The amendment, which condemns the Queen’s speech for failing to include a bill preparing the way for a referendum on whether we stay in the EU, is not only pointless but dangerous. As mentioned previously on this blog, amendments to the Queen’s speech are traditionally taken as confidence votes. The fact that this is a Conservative Party amendment suggests that the government no longer has confidence in itself. If the amendment succeeds, the Prime Minister should resign and the government should fall.
Perhaps I am mistaken. This is not pantomime – it’s farce.
And the amendment is certain to be defeated, according to the pundits, because all the Liberal Democrats, most of Labour and a significant proportion of the Conservatives will vote against it. This means that even the question of confidence in the government can be avoided because nobody will be able to raise it as an issue.
That’s why I said, elsewhere on the internet, that Labour should abstain.
On the Huffington Post site, I wrote: “Labour’s best move is to abstain, let the Tories defeat their own government with the amendment, and then see if Cameron follows Parliamentary convention and resigns. It’s possible he’ll say that a vote on the Queen’s speech is no longer a confidence issue because of his Fixed-Terms Parliaments Act, which defined a ‘no confidence’ vote for the first time, but this may be countered by saying that, if Parliament does not support the planned legislative programme, then it does not support the government or the Prime Minister who leads it.
“If the PM ignores the resignation issue, then we can all say he is running an outlaw government and nothing he does from now on should be considered legal; if he resigns, then the amendment won’t matter because it won’t go forward.
“And let’s face it, if Labour can abstain on the Jobseekers (Back to Work Schemes) Bill, there’s no reason not to abstain on this!”
If the amendment succeeds, we can have a proper debate on whether this government is fit for purpose – at a time when people are still coming to terms with the first death directly attributed to the imposition of the Conservative Bedroom Tax, which itself follows the deaths of thousands due to the Conservative-employed Atos firm’s mismanagement of Employment and Support Allowance assessments.
It won’t, and we’ll be denied our chance to have that debate.
But just remember – despite all the swagger and show – you’re being denied the chance to have a proper debate on Europe as well.
The end of austerity should be Labour’s flagship policy, according to Michael Meacher MP. Don’t get too excited – Labour has to get into office first, and we’ve no idea how bad the Conservative-led Coalition will wreck the systems of government before May 2015.
This is turning into a very bad weekend to be a Conservative.
The Nasty Party has lost control of 10 councils, with hundreds of councillors unseated. Its claims about people on benefits are falling flat when faced with the facts. It has fallen foul of UK and EU law with its fake psychometric test, which turned out to have been stolen from the USA. Its claim that Labour has no policies has proved to be utterly unfounded.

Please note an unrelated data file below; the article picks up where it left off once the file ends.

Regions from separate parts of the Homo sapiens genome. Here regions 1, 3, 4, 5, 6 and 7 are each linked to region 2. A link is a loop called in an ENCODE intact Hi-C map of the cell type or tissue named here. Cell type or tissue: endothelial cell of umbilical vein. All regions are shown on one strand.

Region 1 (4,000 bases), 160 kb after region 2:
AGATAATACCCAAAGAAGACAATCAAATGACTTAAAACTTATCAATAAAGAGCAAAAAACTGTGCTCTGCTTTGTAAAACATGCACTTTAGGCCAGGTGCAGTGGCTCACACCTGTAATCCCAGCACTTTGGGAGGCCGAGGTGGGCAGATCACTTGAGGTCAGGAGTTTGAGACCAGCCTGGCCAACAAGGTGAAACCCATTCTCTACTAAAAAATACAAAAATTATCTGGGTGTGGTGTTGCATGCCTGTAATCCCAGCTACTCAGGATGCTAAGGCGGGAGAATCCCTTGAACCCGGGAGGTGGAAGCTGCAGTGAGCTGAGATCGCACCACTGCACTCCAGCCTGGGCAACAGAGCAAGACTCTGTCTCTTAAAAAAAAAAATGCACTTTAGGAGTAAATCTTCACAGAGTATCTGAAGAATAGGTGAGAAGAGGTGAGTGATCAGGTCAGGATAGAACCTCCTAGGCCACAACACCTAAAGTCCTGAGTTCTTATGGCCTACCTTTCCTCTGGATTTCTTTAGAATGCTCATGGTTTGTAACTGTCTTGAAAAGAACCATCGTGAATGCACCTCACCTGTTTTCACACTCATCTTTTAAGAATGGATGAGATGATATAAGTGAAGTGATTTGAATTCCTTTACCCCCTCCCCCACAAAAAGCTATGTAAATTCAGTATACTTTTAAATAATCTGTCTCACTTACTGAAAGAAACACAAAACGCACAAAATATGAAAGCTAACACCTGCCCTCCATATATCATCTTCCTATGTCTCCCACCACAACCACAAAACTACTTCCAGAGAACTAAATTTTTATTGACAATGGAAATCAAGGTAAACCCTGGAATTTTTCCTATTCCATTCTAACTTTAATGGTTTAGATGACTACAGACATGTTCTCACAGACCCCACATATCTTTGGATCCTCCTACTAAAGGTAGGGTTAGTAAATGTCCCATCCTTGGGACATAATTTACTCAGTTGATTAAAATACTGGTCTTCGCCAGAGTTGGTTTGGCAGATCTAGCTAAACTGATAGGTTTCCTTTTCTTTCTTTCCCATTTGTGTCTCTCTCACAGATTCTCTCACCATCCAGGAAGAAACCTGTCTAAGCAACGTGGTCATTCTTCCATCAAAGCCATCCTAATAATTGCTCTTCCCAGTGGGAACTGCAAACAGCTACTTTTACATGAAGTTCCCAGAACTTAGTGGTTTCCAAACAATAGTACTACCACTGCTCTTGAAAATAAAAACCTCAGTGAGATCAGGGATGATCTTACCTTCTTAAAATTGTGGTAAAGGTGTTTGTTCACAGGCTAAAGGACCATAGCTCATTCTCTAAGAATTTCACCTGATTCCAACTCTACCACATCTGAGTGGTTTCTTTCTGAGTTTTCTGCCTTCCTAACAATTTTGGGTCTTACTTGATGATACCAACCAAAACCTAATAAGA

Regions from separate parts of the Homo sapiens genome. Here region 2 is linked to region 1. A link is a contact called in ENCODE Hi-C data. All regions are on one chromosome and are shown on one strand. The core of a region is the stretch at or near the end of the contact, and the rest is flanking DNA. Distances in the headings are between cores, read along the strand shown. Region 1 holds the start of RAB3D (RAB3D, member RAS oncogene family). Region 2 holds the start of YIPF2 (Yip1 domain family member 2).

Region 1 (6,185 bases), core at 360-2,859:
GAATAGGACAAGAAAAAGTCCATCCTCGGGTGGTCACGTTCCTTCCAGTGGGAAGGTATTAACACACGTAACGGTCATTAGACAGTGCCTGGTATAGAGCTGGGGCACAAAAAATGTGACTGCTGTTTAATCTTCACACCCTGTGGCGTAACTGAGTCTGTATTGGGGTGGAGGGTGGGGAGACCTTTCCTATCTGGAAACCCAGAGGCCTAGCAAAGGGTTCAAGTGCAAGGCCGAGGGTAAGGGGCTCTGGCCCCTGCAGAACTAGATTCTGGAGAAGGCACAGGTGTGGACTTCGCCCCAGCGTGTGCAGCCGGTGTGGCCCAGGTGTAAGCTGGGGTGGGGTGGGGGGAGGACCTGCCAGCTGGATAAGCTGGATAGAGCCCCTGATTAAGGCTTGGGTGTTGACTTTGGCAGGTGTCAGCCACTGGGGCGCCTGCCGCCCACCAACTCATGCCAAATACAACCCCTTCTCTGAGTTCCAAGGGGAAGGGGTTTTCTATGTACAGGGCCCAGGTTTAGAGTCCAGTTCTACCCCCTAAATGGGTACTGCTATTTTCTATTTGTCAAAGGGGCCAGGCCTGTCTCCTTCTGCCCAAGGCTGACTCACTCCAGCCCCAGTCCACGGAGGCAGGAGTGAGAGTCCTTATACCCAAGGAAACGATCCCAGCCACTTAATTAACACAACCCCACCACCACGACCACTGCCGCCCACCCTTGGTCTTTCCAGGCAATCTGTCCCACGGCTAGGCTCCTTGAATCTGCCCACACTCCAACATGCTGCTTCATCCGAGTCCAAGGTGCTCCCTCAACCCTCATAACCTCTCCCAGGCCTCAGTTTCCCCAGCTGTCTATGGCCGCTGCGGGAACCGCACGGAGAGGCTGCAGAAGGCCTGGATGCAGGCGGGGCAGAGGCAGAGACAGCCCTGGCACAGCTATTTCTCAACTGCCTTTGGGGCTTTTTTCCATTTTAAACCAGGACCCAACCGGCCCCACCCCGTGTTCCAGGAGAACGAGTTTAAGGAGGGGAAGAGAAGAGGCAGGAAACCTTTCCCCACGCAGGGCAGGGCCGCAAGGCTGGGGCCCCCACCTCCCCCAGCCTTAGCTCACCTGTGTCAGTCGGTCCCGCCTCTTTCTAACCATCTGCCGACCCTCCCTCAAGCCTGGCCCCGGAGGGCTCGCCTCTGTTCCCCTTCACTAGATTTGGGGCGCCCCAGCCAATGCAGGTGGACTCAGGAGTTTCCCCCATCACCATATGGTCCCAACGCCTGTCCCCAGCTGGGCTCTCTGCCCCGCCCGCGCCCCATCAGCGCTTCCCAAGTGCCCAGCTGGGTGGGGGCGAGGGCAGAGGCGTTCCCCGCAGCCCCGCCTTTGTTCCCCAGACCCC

… What was that last one again?
Yes, you must have heard at least one Tory on telly, rabidly barking that Labour can’t criticise the Coalition if it doesn’t have any policies of its own. Those people were not telling the truth – even though they probably thought they were (poor deluded fools).
Repeal the Health and Social Care Act (otherwise known as the NHS privatisation Act)
Build 125,000+ homes
Regulate private rents
Promote a Living Wage for public sector workers and shame the private sector into following that lead
Offer a minimum 33-40 per cent cut in tuition fees
Limit rail fare increases to one per cent
Reimpose the 50p rate of income tax for the super-rich
Impose a mansion tax on the rich
Repeat the bankers’ bonus tax
Reverse the bedroom tax
Scrap Workfare and replace it with a ‘compulsory’ Jobs Guarantee (I’m not too keen on this one but it’s been promised)
Offer a VAT cut or a ‘temporary’ VAT holiday
Implement the High Pay Commission report in its entirety
Scrap Ofgem and bring in proper energy price regulation
Break up the banks and set up a National Investment Bank, and
Support mining communities and clean coal technology.
In his article, Mr Meacher suggests that Labour needs to go further, with a really strong hook on which to hang all these policies. He suggests the following:
We will end austerity.
Yes, I thought that might stun you. Let’s have it again:
We will end austerity.
Now that you’ve had time to get used to the idea, I hope you’re applauding as much as I was when I read the article. Why not end austerity? The squeeze on public spending and services that David Cameron and his Boy Chancellor imposed in 2010 has not worked at all. There is now no basis for it – I wrote to Mr Osborne, requesting information on the other foundations of the policy after it was revealed that his main justification contained a huge error, and he has not replied, so clearly he has nothing to say. Its loss will be unlamented and can’t come soon enough.
There’s more in the article so I invite you to visit Mr Meacher’s site and read it yourself.